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What is the best type of knife steel?

The discussion about what ‘the best type of steel’ for a knife is, has been around since the emergence of steel knives. After all, ‘the best knife steel’ doesn’t exist. There are many good types of steel, many different styles of steel, but these are not equally suitable for every application.

The question: ‘what is the best steel?’ is in this sense basically equal to the question: ‘what is the best car?’. A Ferrari is a great car, but stuffing it with luggage as you are getting ready for a holiday might be tricky.  Not to mention driving it over a sandy, bumpy road somewhere in the middle of nowhere. Conversely you won’t get far in a 4x4 off-road vehicle on the Formula 1 track. The same applies to types of steel.

Which factors are important when it comes a type of steel?

A type of steel is always an alloy of different elements. Because of these different elements specific properties can be improved. However, it will always be a compromise. More of A means less of B. More of B means less of C, etc.

Different qualities you need to pay attention to when it comes to steel are: sharpness retention, toughness, rust resistance, and how easy you can sharpen it. There are actually no types of steel that excel in all four.

What will you use the knife for?

For that reason the quest for the best type of steel starts with the following question: ‘what will you use the knife for?’. And also think about what you think is important when it comes to a type of steel. When you know you can start looking at the different available types of steel. For that reason we have listed  a couple of specific types and categories based on their purpose.

Types of steel for EDC

For everyday carry you will probably look for steel that is stainless, retains its sharpness well and isn’t too hard to sharpen. Toughness doesn’t really play a role in general when you open boxes or peel an apple. A couple of popular types of steel for this category are: CPM, S35VN, VG10, CPM S30V, Böhler M390, Böhler N690 or one of the other dozens of types of steel. A favourite budget option is 8Cr13MoV steel. Quite the mouth full, but it is mostly a stainless type of steel that is easy to sharpen, while it is also still pretty tough. This type of steel, however, doesn’t retain its sharpness as well.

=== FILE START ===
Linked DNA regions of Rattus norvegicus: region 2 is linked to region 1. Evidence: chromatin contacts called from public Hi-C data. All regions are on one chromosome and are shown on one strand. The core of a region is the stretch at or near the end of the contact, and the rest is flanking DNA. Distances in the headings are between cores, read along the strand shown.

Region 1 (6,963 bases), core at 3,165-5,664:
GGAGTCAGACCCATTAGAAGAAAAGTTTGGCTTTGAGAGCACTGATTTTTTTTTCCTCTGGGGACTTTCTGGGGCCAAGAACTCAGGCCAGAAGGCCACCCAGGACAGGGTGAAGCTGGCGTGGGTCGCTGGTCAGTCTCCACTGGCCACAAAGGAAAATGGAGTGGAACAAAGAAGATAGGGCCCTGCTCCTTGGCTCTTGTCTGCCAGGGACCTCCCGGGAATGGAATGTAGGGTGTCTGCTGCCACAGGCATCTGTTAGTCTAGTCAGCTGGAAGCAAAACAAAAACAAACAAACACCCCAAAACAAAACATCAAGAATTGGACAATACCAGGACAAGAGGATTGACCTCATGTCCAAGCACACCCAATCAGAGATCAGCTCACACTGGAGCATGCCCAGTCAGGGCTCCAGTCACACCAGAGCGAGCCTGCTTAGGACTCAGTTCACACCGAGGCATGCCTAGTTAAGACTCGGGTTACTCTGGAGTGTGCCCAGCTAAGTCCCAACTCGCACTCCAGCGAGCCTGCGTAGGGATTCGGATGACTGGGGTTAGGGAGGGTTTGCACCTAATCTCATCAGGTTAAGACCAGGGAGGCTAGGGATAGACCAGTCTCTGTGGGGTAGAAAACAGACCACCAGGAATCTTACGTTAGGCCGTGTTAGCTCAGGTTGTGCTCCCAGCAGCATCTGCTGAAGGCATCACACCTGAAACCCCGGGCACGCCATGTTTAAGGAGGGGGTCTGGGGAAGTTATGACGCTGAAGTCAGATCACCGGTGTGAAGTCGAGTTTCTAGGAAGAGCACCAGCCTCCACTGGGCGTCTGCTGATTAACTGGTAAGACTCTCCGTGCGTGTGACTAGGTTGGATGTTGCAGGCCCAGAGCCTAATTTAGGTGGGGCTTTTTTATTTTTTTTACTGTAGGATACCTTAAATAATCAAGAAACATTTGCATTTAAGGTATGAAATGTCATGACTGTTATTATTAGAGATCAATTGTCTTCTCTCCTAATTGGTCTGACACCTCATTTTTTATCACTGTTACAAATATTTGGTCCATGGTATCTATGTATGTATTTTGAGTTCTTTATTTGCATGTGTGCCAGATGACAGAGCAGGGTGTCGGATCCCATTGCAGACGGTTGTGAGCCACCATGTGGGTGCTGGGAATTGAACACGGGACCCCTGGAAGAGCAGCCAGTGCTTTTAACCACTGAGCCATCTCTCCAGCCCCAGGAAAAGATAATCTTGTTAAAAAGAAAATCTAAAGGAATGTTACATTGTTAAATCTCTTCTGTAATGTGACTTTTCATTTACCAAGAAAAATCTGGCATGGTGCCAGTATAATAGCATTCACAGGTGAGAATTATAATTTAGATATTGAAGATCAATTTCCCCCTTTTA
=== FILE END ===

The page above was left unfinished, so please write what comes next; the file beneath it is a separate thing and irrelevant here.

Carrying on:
There are of course a couple of more exclusive types of steel which are popular in this category. We have collected these on this page with EDC knives made from super steel.

Survival and bushcraft knives

You expect a robust outdoor knife not to break, and to be tough. In addition, you need to be able to sharpen it in the field, and it should retain its sharpness fairly well. We are talking about survival and bushcraft knives. Stainlessness is not as important here: if you properly maintain it and/or apply a proper coating you will go a long way. For that reason carbon steel of tool steel is often used for these purposes. Think of: D2, 1095, CPM 3V, Sleipner, A2 or another type of carbon steel. Often incredibly tough and easy to sharpen with limited means when you are out in the field.


Simple carbon steel is often used for machetes. Often even more simple that the carbon steel that is used for normal fixed knives. Think of 1055-carbon steel or 65Mn. After all, a machete doesn’t have to remain sharp, all it needs to do is not break.

The heat treatment of the steel

An important side note is that a type of steel on its own doesn’t say that much. More important is the heat treatment of the steel. A famous saying in the knife world is, as such: ‘steel is the heart of the blade, but the heat treatment is the soul’. We couldn’t really find out who came up with this saying but we wholeheartedly agree.

Finish and grind

In addition to heat treatments you also need to pay attention to the finish of the blade and the grind. A knife enhanced with a stonewashed finish is inherently more resistant to rust than a knife that is sandblasted. In terms of grind it is important to realize that a thinner blade doesn’t have to endure as much resistance as it is used, which means that the blade is also affected less and can remain sharp longer. At the same time a thin blade is more fragile than a thicker blade. So less break-resistant.


These are a couple of examples and points of interest you can use when selecting a new knife. It is important to know that we have based our findings on the average applications of these types of steel. There are always brands and manufacturers who handle their steel a little differently to make it excel even more on certain levels.

In addition, your preferences might differ from those of others. To each his own. Think, for instance, of the outdoor knives category. Rust sensitivity may not bother many, but in maritime surroundings, on the coastline or in your fishing case it can be tricky if you see your knife perish due to rust. Even though the current types of steel are much better than those produced 20-30 years ago you won’t be taking any actual risks. Yes, type A will retain sharper longer then type B, but how substantial are the differences? You can often conclude that it is not that bad. For that reason you should get all the information you could need to learn what you will need for your situation. On our page about knife steel you will find more information about types of knife steel.